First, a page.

Books, Prehistory, Archaeologia Cambrensis Sixth Series Volume 1 1900

Archaeologia Cambrensis Sixth Series Volume 1 1900 is in Archaeologia Cambrensis.

Books, Prehistory, Archaeologia Cambrensis Sixth Series Volume 1 1900 Basingwerk Abbey

Basingwerk Abbey [Map]. The effort (says a correspondent of the Manchester Guardian) which is to be made with the view of pre- serving the remains of Basingwerk Abbey, Flintshire, from further dilapidation, is rousing keen interest among archaeologists in Flint- shire, Cheshire, and even more distant places. The Flintshirc County Council have also the matter in hand, and the probability is that a strong committee will be formed to deal with the matter, and to preserve this beautiful ruin, with its rich historical associations, from being yet more rudely dealt with by the hand of time. The Abbey stands on rising ground not far distant from the Holyhead railway station. The origin of the name Basingwerk" is absolutely unknown. Learned writers in the Archceologia Cambrensis, and kindred publications, have made ingenious guesses and deductions on the subject, but none of them agree. With regard to the date of the foundation of the Abbey, it is stated by Bishop Tanner that Ranulph, Earl of Chester, began to build it about 1131, and that it was afterwards added to by Henry II, and bestowed upon the Cistercian Order in 1159. The accuracy of Tanner's conjecture is borne out by the confirmation of grants made to God, St. Mary, and the monks of Basingwerk" by Henry II, wherein the King says:—" And I moreover do grant and confirm to them all their tenements which Ranulph Earl of Chester and other barons have given to them, that is to say, Halliwelle and Falibroch, and the chapel of Basingwerk, in which they at first dwelt, with the mills and all their apourtenances." From the words "in which they at first dwelt," it is evident the monks had been some time settled at Basingwerk at the date of the granting of this charter. The charters of Llewelyn ap Iorwerth and his son, David, both speak of gifts which their predecessors had bestowed upon the monks of Basingwerk, and the probability, therefore, is that the original foundation was by one of the earlier princes of Wales. The Cistercians had no religious house in this country before 1128, so that the first monks at Basingwerk must have belonged to some other Order, perhaps the Fratres Gresei, as conjectured by the l% laborious" Leland. Giraldus de Barri (Cambrensis) was here in the train of Archbishop Baldwin, and he describes it as "cellula de Basingwerk" (the little cell of Basingwerk"). In the time of the first Edward we find that the Abbas de Basingwerk" was called to Parliament, and Edward gave one of them a tract of land at Gelli, in Whitford, where there used to be a chapel belonging to the monks of Basing- werk (it is now a farmhouse). There is no doubt that at one time the Abbey was a rich and flourishing one, with property in various parts of the country. Henry II confirmed to them, among other possessions, "a hundred shillings out of the revenues of Chester," and they also had the church of Holywell and the chapel of Colsul (Coleshill), the village of Wenhewm," tithes of fish from Rhuddlan and other places, and property in the English dioceses of Coventry and Lichneld. Tanner states they also had a silver mine at Basing- werk. About the end of the fifteenth century, the Abbot of Basing- werk was Thomas ap Davydd Pennant. The herald bard, Guttyn Owain (who in those days resided alternately at Basingwerk and Strata Florida), wrote a poem (still extant) in which he compliments this abbot upon his illustrious pedigree, and then proceeds to describe the Abbey in most interesting fashion:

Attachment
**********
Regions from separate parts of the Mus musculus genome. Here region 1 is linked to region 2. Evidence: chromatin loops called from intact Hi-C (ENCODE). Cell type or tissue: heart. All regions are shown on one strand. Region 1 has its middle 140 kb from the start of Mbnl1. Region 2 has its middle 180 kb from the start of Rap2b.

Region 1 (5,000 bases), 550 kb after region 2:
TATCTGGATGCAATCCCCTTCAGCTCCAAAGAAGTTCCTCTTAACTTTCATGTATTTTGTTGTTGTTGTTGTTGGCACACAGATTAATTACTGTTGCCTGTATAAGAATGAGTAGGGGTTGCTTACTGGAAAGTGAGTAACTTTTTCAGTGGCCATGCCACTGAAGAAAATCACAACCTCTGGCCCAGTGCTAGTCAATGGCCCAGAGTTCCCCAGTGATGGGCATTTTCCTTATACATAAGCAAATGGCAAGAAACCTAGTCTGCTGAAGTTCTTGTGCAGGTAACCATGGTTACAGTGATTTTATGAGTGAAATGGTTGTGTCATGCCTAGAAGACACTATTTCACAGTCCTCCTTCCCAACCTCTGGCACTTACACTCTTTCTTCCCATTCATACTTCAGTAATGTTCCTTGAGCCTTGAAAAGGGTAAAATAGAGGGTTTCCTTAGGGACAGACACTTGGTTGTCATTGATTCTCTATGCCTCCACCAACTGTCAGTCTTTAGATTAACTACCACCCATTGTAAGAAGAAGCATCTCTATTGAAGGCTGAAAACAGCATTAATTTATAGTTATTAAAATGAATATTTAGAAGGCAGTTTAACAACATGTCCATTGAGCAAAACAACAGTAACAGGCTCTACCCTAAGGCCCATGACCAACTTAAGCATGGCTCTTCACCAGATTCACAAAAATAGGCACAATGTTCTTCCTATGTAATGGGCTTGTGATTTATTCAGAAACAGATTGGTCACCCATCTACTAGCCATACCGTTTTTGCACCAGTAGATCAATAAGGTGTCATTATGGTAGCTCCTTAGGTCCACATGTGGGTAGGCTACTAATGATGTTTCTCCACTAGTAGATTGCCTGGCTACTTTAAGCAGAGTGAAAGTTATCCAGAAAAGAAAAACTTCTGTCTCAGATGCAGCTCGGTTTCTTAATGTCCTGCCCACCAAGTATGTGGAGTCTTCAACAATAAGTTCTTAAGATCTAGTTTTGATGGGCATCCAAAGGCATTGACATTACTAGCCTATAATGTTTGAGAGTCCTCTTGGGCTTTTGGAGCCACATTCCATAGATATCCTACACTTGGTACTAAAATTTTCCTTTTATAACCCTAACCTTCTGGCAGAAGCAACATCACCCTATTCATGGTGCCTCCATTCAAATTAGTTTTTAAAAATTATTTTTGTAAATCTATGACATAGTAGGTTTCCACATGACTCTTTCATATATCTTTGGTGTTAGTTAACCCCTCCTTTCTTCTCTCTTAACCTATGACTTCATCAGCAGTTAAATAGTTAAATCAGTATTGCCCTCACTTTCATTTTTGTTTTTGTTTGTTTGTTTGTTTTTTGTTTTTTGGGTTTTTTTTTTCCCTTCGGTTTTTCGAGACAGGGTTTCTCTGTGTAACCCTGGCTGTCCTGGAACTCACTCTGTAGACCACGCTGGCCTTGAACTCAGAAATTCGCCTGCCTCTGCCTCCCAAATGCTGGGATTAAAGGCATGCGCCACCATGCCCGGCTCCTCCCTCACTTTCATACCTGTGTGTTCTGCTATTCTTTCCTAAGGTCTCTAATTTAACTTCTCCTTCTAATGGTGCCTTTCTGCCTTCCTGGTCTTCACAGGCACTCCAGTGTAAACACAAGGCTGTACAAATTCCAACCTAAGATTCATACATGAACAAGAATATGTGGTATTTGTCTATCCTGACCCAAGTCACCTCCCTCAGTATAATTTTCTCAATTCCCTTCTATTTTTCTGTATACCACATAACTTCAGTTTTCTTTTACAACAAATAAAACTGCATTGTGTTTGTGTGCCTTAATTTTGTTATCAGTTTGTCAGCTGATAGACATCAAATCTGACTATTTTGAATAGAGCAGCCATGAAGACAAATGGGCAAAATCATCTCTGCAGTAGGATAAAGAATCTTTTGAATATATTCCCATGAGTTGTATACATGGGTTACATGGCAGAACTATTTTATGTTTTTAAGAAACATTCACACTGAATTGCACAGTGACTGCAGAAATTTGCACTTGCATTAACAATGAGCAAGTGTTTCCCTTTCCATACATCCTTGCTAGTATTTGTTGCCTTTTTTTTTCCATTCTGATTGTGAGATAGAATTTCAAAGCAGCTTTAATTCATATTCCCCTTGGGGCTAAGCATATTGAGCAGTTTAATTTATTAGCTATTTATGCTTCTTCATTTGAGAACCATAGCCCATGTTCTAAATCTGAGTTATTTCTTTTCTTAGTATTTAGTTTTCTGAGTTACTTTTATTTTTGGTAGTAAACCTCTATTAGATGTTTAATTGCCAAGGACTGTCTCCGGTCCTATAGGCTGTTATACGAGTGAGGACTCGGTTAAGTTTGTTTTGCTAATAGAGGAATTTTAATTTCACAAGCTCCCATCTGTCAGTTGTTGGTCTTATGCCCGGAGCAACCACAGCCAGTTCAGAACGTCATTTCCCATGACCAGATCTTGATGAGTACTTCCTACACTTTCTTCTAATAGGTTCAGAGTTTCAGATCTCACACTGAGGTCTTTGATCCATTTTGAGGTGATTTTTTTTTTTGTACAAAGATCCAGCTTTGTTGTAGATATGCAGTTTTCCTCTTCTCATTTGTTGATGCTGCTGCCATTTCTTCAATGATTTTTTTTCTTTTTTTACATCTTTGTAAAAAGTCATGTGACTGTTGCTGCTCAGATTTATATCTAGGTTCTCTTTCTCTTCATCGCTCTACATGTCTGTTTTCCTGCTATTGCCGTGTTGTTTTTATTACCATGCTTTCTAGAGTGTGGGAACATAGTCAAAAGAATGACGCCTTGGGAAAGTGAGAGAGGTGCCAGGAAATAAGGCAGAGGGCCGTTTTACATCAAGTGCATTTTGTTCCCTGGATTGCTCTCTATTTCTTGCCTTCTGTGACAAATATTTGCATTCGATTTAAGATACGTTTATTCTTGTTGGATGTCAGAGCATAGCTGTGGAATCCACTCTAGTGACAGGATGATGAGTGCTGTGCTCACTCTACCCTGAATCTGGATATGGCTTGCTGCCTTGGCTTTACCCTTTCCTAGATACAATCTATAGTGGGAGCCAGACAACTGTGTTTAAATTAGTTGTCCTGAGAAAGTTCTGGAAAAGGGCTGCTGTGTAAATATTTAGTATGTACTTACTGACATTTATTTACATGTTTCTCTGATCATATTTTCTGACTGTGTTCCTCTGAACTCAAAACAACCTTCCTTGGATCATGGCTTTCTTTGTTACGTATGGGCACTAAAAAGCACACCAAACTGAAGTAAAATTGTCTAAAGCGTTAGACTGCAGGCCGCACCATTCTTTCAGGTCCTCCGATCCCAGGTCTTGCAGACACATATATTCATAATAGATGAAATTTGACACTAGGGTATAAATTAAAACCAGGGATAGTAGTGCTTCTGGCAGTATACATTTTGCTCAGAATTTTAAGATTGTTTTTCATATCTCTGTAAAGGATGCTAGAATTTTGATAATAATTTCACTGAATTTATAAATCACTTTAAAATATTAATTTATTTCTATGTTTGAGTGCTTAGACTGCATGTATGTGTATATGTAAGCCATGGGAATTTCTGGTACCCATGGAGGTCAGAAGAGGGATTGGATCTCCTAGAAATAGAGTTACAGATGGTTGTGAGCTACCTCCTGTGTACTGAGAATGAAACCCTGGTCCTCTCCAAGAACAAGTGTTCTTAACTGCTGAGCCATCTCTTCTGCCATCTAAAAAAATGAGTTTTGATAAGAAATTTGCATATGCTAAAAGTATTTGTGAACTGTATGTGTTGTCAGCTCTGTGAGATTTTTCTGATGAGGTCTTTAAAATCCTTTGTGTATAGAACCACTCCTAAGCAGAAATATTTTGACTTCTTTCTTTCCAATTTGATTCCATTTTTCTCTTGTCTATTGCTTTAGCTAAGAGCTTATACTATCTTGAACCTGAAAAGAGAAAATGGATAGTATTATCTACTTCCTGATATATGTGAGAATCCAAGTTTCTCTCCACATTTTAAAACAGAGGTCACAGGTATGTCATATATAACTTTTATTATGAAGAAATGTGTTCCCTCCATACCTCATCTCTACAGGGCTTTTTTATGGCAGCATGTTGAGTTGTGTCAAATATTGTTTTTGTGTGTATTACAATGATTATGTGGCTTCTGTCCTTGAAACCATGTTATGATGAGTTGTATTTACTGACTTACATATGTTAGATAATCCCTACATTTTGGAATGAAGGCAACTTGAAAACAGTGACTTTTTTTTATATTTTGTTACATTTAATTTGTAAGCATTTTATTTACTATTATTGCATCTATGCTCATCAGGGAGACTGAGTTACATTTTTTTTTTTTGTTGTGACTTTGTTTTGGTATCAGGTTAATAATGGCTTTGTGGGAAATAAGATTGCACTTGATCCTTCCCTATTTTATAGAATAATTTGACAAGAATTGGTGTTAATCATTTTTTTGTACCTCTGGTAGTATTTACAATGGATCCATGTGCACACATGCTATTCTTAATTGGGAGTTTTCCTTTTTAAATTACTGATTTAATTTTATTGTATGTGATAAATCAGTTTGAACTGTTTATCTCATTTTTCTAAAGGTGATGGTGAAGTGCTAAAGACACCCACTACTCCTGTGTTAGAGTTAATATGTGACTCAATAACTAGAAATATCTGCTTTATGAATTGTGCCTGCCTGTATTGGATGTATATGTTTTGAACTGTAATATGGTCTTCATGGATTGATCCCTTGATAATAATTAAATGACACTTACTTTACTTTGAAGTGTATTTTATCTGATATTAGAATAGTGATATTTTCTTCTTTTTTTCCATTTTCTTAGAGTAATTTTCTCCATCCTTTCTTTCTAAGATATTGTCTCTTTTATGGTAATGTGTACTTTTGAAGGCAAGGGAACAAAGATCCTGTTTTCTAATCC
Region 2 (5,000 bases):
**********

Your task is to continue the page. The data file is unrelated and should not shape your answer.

It is a part of heaven he is the Sovereign of our language Excellent are the buildings the houses of the district Of faultless freestone abundant are the materials. And native oaks in an extensive park. Houses of delicious wine the temple of the saints Houses of the choir a house for the convent A good house for the corn on the other side. There is a malt house and it has a brick house. There is a stone wall by Cilgwri, And upon it a gate house. Upon a rampart, where a load of gold might be obtained, Has a narrow fortress shutting in the monks. With mills has he tilled with every available glen and hill. Generous God, wherever his lot falls There the work of water and wind is not in vain. Gold has been bestowed upon the fabric On the land of God, like the leaves in number. Should the gold of a king have been there contributed, He has given twice as much in wine. Goods and victuals without number He daily gives to all the world."

In 1543 (32 Henry VIII) letters patent were passed under the Great Seal, being a grant of the reversion of the Abbey to Harrye ap Harrye and Peter Mutton, in consideration of the sum of £ 280 8s. 8d. The daughter of the first named married one of the Mostyns of Talacre, and the Abbey and grounds now belong to Sir Pyers Mostyn, of Talacre, the head of one of the chief Roman Catholic families in North Wales. — Wrexham Advertiser, June 22nd, 1901.